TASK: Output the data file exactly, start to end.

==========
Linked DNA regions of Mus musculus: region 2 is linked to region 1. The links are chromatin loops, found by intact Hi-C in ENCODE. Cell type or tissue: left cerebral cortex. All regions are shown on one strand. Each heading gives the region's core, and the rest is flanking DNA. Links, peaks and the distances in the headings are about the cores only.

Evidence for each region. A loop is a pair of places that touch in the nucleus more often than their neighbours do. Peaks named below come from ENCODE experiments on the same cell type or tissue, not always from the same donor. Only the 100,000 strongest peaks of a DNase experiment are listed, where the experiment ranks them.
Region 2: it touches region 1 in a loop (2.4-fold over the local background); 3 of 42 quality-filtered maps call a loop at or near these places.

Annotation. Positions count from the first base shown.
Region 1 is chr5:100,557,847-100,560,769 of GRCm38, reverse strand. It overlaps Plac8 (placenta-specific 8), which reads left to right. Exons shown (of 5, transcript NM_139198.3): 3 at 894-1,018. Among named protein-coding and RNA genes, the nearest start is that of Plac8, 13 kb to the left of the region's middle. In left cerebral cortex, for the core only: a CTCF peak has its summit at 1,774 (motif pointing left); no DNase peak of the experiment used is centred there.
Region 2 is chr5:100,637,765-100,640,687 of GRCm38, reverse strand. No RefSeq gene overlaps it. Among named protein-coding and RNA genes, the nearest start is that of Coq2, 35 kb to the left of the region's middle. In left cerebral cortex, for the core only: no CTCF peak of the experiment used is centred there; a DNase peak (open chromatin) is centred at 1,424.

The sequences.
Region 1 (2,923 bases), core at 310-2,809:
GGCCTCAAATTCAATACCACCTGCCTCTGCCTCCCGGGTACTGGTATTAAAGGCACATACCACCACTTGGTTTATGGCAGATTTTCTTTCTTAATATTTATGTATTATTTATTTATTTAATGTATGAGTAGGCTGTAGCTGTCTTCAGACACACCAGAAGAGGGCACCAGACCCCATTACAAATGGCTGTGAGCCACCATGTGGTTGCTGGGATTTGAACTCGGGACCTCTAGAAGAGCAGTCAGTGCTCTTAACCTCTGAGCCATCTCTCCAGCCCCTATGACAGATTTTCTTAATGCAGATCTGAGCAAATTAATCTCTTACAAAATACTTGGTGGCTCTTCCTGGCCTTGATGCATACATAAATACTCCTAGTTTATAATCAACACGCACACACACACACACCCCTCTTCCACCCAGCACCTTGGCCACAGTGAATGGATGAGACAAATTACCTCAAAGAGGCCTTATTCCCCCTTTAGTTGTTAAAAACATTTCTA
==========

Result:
Linked DNA regions of Mus musculus: region 2 is linked to region 1. The links are chromatin loops, found by intact Hi-C in ENCODE. Cell type or tissue: left cerebral cortex. All regions are shown on one strand. Each heading gives the region's core, and the rest is flanking DNA. Links, peaks and the distances in the headings are about the cores only.

Evidence for each region. A loop is a pair of places that touch in the nucleus more often than their neighbours do. Peaks named below come from ENCODE experiments on the same cell type or tissue, not always from the same donor. Only the 100,000 strongest peaks of a DNase experiment are listed, where the experiment ranks them.
Region 2: it touches region 1 in a loop (2.4-fold over the local background); 3 of 42 quality-filtered maps call a loop at or near these places.

Annotation. Positions count from the first base shown.
Region 1 is chr5:100,557,847-100,560,769 of GRCm38, reverse strand. It overlaps Plac8 (placenta-specific 8), which reads left to right. Exons shown (of 5, transcript NM_139198.3): 3 at 894-1,018. Among named protein-coding and RNA genes, the nearest start is that of Plac8, 13 kb to the left of the region's middle. In left cerebral cortex, for the core only: a CTCF peak has its summit at 1,774 (motif pointing left); no DNase peak of the experiment used is centred there.
Region 2 is chr5:100,637,765-100,640,687 of GRCm38, reverse strand. No RefSeq gene overlaps it. Among named protein-coding and RNA genes, the nearest start is that of Coq2, 35 kb to the left of the region's middle. In left cerebral cortex, for the core only: no CTCF peak of the experiment used is centred there; a DNase peak (open chromatin) is centred at 1,424.

The sequences.
Region 1 (2,923 bases), core at 310-2,809:
GGCCTCAAATTCAATACCACCTGCCTCTGCCTCCCGGGTACTGGTATTAAAGGCACATACCACCACTTGGTTTATGGCAGATTTTCTTTCTTAATATTTATGTATTATTTATTTATTTAATGTATGAGTAGGCTGTAGCTGTCTTCAGACACACCAGAAGAGGGCACCAGACCCCATTACAAATGGCTGTGAGCCACCATGTGGTTGCTGGGATTTGAACTCGGGACCTCTAGAAGAGCAGTCAGTGCTCTTAACCTCTGAGCCATCTCTCCAGCCCCTATGACAGATTTTCTTAATGCAGATCTGAGCAAATTAATCTCTTACAAAATACTTGGTGGCTCTTCCTGGCCTTGATGCATACATAAATACTCCTAGTTTATAATCAACACGCACACACACACACACCCCTCTTCCACCCAGCACCTTGGCCACAGTGAATGGATGAGACAAATTACCTCAAAGAGGCCTTATTCCCCCTTTAGTTGTTAAAAACATTTCTA